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Unread 07-04-2014, 10:58 AM
Tom Bottiglieri Tom Bottiglieri is offline
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Re: Team 254 - 2014 FRC Code

Quote:
Originally Posted by Jared View Post
I've been playing around with the trajectory planning software, and I'm working on an application to quickly input waypoints, visualize output, then FTP to cRIO.

Right now, I'm got it set up so that I can input a bunch of waypoints and have it spit out graphs of robot position, and the trajectories are really amazing. The path is smooth and makes sense, and robot motion is super smooth.

There is one possible bug that I've seen. Sometimes it makes a path that travels the correct x and y distance, but doesn't start at (0,0). Usually it does. Maybe I'm just not understanding it right?

The only thing I haven't been able to make it do is a full 180 degree turn.

See some pictures here:
http://imgur.com/a/Q4RPw

The program-a work in progress- (which is fun to play with):

https://drive.google.com/folderview?...&usp=sha ring

How exactly does the calculation for finding the splines work? Would there be a way to modify it so that you can enter a waypoint that is just a position, and has no heading?
So one of the caveats of the Trajectory generator that I forgot to mention is that it does not account for motor saturation. If you try to make a turn too quickly and the motors cannot keep up, it will go off path. We had thought about building something that could fix the cross track error but it was just easier to make safe paths.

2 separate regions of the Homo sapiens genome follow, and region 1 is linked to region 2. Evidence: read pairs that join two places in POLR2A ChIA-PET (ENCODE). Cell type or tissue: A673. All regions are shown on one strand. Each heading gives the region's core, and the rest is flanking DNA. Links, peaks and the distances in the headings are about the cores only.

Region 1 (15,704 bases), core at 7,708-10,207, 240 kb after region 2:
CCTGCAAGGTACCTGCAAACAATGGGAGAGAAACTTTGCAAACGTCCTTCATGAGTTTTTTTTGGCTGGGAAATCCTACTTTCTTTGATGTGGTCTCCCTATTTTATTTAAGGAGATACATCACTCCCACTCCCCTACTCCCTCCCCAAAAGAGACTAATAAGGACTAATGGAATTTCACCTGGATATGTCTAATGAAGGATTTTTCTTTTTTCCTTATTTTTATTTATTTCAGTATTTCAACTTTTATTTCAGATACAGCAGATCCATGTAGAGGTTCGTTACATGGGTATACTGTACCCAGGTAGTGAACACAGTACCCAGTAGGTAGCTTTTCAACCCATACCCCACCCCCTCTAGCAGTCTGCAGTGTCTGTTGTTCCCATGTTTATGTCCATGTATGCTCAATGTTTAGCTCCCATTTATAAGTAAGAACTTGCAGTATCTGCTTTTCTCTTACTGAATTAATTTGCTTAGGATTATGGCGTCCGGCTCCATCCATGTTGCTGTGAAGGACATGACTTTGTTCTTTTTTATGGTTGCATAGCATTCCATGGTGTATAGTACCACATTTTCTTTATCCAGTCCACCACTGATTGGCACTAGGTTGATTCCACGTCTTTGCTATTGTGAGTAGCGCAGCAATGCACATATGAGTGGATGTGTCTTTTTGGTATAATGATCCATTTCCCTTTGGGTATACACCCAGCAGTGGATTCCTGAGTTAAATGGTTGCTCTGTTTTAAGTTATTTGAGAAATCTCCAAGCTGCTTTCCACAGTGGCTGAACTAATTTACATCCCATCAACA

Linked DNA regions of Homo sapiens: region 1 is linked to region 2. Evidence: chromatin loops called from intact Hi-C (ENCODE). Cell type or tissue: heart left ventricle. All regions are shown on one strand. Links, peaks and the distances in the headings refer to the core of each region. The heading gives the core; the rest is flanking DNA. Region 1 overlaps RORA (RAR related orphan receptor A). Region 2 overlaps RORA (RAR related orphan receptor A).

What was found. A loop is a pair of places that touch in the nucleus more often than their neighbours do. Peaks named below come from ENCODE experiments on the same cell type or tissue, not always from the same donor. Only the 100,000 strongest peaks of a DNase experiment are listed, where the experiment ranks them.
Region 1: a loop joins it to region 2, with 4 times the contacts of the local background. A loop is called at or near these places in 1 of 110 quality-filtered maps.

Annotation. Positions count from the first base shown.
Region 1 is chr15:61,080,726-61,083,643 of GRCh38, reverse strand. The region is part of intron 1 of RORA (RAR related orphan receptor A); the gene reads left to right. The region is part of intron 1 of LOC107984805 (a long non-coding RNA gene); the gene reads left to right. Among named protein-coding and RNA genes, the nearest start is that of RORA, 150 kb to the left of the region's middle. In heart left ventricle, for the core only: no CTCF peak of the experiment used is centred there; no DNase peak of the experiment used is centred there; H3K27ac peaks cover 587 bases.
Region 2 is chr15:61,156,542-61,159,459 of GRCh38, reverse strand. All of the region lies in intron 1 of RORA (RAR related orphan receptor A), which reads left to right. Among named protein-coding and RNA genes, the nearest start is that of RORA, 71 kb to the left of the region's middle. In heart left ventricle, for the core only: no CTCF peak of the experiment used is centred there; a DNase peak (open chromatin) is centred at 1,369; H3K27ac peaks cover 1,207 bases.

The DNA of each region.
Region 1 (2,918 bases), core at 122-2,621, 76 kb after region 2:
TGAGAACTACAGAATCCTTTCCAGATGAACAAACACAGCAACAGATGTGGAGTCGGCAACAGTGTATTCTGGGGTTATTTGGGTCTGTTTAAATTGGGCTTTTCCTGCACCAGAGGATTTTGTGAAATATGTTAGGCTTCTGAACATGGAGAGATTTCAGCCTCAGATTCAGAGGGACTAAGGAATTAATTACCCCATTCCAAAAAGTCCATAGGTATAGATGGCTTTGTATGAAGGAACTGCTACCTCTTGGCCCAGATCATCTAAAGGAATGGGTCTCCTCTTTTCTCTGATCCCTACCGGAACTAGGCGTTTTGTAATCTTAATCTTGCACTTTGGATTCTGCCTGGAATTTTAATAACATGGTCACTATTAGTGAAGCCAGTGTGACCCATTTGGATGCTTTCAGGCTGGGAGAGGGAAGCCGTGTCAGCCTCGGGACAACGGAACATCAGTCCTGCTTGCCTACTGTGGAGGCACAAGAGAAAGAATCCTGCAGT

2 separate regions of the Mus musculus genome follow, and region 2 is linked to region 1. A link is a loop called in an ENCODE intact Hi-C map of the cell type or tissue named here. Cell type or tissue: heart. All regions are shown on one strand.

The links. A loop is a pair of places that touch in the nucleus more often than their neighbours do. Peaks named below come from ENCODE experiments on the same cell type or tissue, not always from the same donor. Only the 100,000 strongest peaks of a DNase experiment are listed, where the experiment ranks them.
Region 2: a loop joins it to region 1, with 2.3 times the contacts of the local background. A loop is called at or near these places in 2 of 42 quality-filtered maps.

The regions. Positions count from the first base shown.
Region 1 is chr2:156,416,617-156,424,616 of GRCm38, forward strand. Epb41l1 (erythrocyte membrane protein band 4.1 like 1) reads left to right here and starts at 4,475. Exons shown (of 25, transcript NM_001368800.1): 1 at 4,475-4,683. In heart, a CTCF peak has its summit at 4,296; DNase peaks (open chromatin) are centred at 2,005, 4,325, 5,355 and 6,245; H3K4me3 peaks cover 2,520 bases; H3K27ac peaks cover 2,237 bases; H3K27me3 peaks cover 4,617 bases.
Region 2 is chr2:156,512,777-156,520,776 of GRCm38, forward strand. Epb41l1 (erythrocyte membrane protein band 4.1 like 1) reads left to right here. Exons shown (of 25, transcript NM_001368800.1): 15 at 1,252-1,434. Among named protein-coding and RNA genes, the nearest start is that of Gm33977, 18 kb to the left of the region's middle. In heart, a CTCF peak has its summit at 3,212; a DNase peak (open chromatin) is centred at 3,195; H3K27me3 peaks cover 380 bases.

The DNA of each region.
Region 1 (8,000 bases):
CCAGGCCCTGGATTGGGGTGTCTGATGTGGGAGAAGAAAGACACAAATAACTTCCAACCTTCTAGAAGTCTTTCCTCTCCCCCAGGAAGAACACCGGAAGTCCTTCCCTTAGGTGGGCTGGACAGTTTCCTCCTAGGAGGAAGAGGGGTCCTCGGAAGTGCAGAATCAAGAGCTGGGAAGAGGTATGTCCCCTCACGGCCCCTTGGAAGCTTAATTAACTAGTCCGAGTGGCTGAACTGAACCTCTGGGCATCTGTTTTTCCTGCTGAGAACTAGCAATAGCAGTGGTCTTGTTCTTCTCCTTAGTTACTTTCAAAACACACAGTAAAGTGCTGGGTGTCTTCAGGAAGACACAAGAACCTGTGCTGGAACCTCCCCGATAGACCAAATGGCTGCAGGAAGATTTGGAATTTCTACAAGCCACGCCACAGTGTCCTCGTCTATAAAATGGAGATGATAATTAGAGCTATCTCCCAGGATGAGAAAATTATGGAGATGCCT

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Unread 07-04-2014, 01:02 PM
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Re: Team 254 - 2014 FRC Code

Quote:
Originally Posted by Jared View Post
I've been playing around with the trajectory planning software, and I'm working on an application to quickly input waypoints, visualize output, then FTP to cRIO.

Right now, I'm got it set up so that I can input a bunch of waypoints and have it spit out graphs of robot position, and the trajectories are really amazing. The path is smooth and makes sense, and robot motion is super smooth.

There is one possible bug that I've seen. Sometimes it makes a path that travels the correct x and y distance, but doesn't start at (0,0). Usually it does. Maybe I'm just not understanding it right?

The only thing I haven't been able to make it do is a full 180 degree turn.

See some pictures here:
http://imgur.com/a/Q4RPw

The program-a work in progress- (which is fun to play with):

https://drive.google.com/folderview?...&usp=sha ring

How exactly does the calculation for finding the splines work? Would there be a way to modify it so that you can enter a waypoint that is just a position, and has no heading?
I'd like to try your program, but the file linked isn't working for me.

I'm not 100% exactly sure how 254's code works, but I'd be willing to bet it uses something similar to what is described in this article. They can just chain the splines together and end up with a continuous and differentiable (smooth) curve because they can set the slope at the beginning and end of each segment equal.